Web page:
“Don’t distress yourself, Gertie,” said Hawley soothingly. “I will take care of this. You go about your duties.”

     The housemaid curtseyed and backed out of the room hurriedly.

     “Now then, Walters, what’s the meaning of this intrusion?” he enquired sternly, turning to the newcomer.

     “We found her!” declared the intruder excitedly. “Me and Archie Robson! Over at the ruins! I knew as you’d want to know right away!”

     “Found who?” exclaimed Hawley perplexed.

     “Why Sally!” cried Walters. “Who does tha think?”

      “And is she with you?” asked Hawley.

      “With us?” said Walters in amazement. “Why, no! The poor lass is dead! Gone and got her head bashed in!”

       “Which ruins are you referring to?” asked Paxton sharply.

       Walters turned in his direction suspiciously.

       “And who might you be?” he demanded.

        “These two gentlemen are from the police,” said Hawley soothingly. “You’d best answer their questions, and tell them all you know.”

        “Alright,” said Walters in a less than gracious tone. “I suppose that’d be proper. Archie and me, we went down to the ruins of the old Beaurepaire Priory down by the Browney River. We had set some traps for rabbits down there. We were hoping for some nice plump bunnies to fill our cooking pot, but there was nowt in the traps. Then we saw a hand stickin’ out from the long grass. At first we thought it were some tramp sleepin’ it off. But when we got closer, we could see it was a woman’s hand, and then we saw that it were Sally. We recognized her face right off. She were a comely lass, but someone had struck her some hefty blows on the back of her head and there was a lot of dried blood on the grass.”

     “I trust you have told no-one else about this,” said Paxton sternly.

     “No, sir,” replied Walters earnestly. “We came straight up here to tell Mr. Hawley.”  

     “You’ll take us there immediately,” ordered Paxton, “and, Mr. Hawley, I’d very much appreciate it, sir, if you would not mention any of this as yet to your household.”

     “Of course,” said Hawley, nodding gravely.

     “Now, Walters,” said Paxton. “Where’s your friend?”

     “I left him to watch over the body of poor Sally,” replied the erstwhile rabbit hunter.

     “Good!” said Paxton. “You did right! You’ve used good judgement.”

     Walters’ chest swelled with pride at the compliment.

     “Follow me, gents,” he said. “This way!”

     “We will return later to question your staff, Mr. Hawley, if that will suit you,” said Paxton.

     Hawley inclined his head in agreement and the two police officers followed Walters out of the room.

     Paxton and his young constable followed their guide along a pleasant rustic path that followed the river until their guide veered suddenly to the right up a grassy slope and through a copse of trees. They found themselves gazing upon a cluster of ancient stones partially covered with grass and undergrowth. Some of the priory walls had survived the vicissitudes of history to remain standing up to shoulder level in places, and some doorways and window spaces were still intact.

     Walters gestured towards a corner of the building where another man stood, nervously shifting from one foot to another and studiously directing his gaze away from what appeared to be a bundle of clothes protruding from the long grass. The police officers advanced toward him.

     “Didn’t touch nothin’, officers!” he exclaimed, twisting his battered cap in his twitching fingers. “Honest!”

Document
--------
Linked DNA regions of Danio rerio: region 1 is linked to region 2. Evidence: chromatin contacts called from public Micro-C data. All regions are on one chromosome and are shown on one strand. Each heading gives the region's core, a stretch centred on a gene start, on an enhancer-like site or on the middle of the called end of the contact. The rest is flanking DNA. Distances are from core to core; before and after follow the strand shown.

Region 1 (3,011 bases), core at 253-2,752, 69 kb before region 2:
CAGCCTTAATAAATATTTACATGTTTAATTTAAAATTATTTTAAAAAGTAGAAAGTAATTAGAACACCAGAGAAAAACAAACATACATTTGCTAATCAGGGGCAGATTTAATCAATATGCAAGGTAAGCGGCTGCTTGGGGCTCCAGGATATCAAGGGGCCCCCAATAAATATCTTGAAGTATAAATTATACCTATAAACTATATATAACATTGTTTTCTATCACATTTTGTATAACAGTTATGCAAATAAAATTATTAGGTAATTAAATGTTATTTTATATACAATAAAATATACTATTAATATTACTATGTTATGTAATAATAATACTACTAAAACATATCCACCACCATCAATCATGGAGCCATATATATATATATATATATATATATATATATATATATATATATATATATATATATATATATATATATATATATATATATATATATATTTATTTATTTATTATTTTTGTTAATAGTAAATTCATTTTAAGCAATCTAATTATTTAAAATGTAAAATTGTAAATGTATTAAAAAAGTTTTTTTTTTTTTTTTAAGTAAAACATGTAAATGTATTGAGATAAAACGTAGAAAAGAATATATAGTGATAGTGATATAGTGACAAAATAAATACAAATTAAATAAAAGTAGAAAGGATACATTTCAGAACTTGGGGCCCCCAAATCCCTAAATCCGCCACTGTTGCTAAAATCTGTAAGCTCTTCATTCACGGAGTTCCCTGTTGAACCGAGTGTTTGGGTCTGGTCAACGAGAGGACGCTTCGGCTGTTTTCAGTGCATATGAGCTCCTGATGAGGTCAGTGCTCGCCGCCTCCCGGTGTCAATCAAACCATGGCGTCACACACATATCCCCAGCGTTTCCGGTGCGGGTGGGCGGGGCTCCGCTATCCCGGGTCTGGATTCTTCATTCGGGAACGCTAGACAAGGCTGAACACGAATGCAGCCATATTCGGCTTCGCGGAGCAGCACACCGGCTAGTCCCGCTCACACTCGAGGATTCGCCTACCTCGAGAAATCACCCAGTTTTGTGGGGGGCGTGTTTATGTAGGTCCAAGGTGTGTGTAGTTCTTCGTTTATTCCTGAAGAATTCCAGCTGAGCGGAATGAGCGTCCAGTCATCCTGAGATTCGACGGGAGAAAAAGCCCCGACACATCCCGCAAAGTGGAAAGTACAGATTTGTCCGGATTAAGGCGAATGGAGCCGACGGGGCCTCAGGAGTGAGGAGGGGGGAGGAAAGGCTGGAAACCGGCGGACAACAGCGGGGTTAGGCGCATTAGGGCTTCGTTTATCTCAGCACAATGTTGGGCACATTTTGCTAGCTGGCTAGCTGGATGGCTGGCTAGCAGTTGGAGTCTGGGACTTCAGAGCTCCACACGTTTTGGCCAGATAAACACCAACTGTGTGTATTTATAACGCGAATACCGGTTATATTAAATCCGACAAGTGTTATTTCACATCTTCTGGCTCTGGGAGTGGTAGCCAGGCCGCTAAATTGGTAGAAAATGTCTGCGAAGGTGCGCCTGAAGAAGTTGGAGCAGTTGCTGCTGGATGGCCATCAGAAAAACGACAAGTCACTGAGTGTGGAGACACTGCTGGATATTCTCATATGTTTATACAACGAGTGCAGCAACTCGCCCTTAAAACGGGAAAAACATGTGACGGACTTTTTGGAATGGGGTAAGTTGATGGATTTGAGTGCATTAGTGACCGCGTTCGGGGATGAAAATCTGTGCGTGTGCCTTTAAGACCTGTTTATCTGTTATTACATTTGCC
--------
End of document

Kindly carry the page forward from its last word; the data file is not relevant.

“Calm yourself, man,” said Paxton. “We’re grateful to the both of you for protecting the scene and for informing the authorities so promptly. There’s some as would have let her lie and scarpered without a word.”

     Archie Robson relaxed visibly and let out a sigh.

     “Just tryin’ to be good citizens, officers,” he muttered ingratiatingly.

     Paxton nodded and gently eased the man aside to inspect the corpse.

     She was certainly quite a looker, thought the sergeant. His sweeping gaze took in Sally’s soft attractive features unmarred by the brutal assault that had caved in the back of her skull. Clearly she had been taken unawares, and thankfully had most likely suffered little pain before expiring. The expression on her dead face was a strangely haunting, not one contorted by agony but rather one of haunting sadness as if she were reflecting upon the suffering of the world.

     She was dressed in what appeared to be her Sunday best, a plain but elegant dress and a silk shawl. Her bonnet which had fallen from her head during the assault lay a couple of feet away. It was battered and stained with blood as was the surrounding grass.

     Paxton dropped to his knees and carefully examined the area surrounding the body. He parted the stalks of grass carefully seeking any clue that might reveal the identity of the attacker. He was not optimistic. Seldom in real life did a killer carelessly leave behind a button or a cigar butt, but Paxton was an experienced investigator, and he knew that two people who came into close and violent contact occasionally left some trace behind that might shed a light on the crime.

     Walters and Archie stood watching Paxton’s search with fascinated expressions on their faces.

     “Found anything, Sarge?” asked young Constable Williamson.

     “Not yet,” grunted Paxton tersely, a frown of concentration on his face. He examined the body carefully once again, sweeping his searching gaze from the soles of the young woman’s muddy shoes to the crown of her ruined head.

     Suddenly he started and gave an exclamation of surprise. He turned and crooked a beckoning finger to his young associate.

     “Step closer, constable,” he said, a note of excitement in his voice. “Sometimes we get some help in solving a crime from things left behind such as a button or a match or a strand of hair. But in this case it is not a matter of what has been left behind, but what has been taken away.”